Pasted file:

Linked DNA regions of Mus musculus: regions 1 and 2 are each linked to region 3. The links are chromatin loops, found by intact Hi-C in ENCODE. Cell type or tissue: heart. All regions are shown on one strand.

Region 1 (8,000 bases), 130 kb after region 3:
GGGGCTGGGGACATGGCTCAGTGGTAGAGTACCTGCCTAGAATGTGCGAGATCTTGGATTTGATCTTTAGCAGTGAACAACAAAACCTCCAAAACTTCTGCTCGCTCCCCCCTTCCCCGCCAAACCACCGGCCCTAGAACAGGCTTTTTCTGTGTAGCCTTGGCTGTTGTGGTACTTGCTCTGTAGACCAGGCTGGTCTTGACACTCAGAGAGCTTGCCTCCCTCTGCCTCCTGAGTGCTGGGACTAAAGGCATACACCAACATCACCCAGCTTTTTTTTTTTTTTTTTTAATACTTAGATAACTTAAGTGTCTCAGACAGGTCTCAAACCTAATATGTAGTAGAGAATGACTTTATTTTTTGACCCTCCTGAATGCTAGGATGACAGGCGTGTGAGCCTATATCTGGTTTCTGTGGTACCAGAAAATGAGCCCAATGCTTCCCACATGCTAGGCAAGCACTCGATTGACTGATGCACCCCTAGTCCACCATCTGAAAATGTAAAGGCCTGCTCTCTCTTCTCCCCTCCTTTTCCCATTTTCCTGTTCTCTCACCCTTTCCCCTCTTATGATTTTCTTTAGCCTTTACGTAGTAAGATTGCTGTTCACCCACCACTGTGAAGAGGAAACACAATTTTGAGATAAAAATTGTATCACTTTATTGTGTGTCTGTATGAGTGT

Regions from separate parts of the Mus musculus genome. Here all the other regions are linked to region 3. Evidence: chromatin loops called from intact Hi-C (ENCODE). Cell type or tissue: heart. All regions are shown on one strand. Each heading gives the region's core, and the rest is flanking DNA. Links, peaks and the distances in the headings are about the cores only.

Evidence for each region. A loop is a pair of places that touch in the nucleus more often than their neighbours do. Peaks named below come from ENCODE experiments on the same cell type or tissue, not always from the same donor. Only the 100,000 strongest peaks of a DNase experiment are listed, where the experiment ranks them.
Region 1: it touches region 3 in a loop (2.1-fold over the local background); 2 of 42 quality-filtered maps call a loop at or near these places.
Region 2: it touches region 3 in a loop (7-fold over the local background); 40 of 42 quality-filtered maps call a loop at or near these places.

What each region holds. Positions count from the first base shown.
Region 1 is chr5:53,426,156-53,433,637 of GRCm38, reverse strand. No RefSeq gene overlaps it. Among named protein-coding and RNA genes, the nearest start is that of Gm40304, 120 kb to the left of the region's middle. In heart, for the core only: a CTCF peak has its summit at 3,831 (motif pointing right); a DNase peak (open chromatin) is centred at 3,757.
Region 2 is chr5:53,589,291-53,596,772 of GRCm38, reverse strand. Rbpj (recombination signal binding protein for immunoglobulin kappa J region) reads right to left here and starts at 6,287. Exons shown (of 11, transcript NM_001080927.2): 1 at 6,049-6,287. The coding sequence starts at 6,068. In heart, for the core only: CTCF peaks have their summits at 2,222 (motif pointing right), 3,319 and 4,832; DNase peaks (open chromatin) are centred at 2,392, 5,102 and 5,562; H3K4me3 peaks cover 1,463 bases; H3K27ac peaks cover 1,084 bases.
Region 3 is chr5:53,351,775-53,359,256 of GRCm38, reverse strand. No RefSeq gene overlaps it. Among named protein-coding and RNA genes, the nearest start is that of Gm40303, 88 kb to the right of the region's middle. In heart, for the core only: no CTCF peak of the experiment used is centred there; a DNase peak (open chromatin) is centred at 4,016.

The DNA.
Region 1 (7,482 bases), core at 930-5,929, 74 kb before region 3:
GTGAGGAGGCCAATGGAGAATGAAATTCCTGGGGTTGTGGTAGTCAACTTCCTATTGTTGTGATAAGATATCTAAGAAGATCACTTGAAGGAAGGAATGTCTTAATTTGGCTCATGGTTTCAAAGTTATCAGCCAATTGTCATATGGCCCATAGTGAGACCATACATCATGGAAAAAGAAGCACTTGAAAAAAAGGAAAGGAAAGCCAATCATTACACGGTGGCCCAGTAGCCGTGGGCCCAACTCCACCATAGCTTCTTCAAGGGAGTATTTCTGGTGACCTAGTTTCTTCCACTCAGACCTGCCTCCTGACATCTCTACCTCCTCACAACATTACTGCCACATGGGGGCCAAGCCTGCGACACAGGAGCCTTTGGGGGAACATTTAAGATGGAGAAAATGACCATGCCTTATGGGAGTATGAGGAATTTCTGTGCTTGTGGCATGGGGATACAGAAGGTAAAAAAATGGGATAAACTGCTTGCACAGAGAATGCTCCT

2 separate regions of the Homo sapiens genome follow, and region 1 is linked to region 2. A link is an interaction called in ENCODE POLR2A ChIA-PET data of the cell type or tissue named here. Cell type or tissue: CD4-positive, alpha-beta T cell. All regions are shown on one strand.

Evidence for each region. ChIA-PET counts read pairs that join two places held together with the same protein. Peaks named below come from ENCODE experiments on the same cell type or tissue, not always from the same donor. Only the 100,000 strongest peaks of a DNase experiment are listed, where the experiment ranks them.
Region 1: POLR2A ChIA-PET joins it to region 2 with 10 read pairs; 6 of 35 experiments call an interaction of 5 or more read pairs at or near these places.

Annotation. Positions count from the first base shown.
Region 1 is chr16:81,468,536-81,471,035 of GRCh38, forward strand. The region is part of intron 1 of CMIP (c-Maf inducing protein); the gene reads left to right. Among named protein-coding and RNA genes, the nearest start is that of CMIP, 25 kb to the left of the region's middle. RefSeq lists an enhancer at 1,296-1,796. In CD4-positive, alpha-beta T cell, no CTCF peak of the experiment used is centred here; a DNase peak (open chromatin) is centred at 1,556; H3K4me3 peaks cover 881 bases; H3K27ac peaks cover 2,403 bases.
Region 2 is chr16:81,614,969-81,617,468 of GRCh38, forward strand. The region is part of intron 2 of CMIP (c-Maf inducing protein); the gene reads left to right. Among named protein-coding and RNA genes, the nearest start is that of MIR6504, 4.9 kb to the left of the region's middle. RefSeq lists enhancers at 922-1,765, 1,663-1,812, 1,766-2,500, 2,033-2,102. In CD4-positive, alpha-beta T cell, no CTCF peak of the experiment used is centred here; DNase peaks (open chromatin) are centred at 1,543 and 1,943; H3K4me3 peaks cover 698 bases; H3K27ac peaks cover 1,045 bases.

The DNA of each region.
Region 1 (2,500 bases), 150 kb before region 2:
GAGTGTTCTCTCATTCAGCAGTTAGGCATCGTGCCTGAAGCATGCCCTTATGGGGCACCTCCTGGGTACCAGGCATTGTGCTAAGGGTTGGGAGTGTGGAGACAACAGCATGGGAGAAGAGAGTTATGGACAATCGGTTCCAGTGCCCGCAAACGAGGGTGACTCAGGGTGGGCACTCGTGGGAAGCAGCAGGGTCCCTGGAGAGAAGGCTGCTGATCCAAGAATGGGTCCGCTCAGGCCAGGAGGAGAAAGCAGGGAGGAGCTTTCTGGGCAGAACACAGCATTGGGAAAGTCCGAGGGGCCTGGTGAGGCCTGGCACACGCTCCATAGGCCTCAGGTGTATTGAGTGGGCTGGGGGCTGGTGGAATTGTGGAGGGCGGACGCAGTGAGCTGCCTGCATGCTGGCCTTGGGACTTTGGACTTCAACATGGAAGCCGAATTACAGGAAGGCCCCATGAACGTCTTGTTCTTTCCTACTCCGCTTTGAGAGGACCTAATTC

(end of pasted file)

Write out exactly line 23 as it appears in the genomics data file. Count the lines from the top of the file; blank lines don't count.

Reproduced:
GAGTGTTCTCTCATTCAGCAGTTAGGCATCGTGCCTGAAGCATGCCCTTATGGGGCACCTCCTGGGTACCAGGCATTGTGCTAAGGGTTGGGAGTGTGGAGACAACAGCATGGGAGAAGAGAGTTATGGACAATCGGTTCCAGTGCCCGCAAACGAGGGTGACTCAGGGTGGGCACTCGTGGGAAGCAGCAGGGTCCCTGGAGAGAAGGCTGCTGATCCAAGAATGGGTCCGCTCAGGCCAGGAGGAGAAAGCAGGGAGGAGCTTTCTGGGCAGAACACAGCATTGGGAAAGTCCGAGGGGCCTGGTGAGGCCTGGCACACGCTCCATAGGCCTCAGGTGTATTGAGTGGGCTGGGGGCTGGTGGAATTGTGGAGGGCGGACGCAGTGAGCTGCCTGCATGCTGGCCTTGGGACTTTGGACTTCAACATGGAAGCCGAATTACAGGAAGGCCCCATGAACGTCTTGTTCTTTCCTACTCCGCTTTGAGAGGACCTAATTC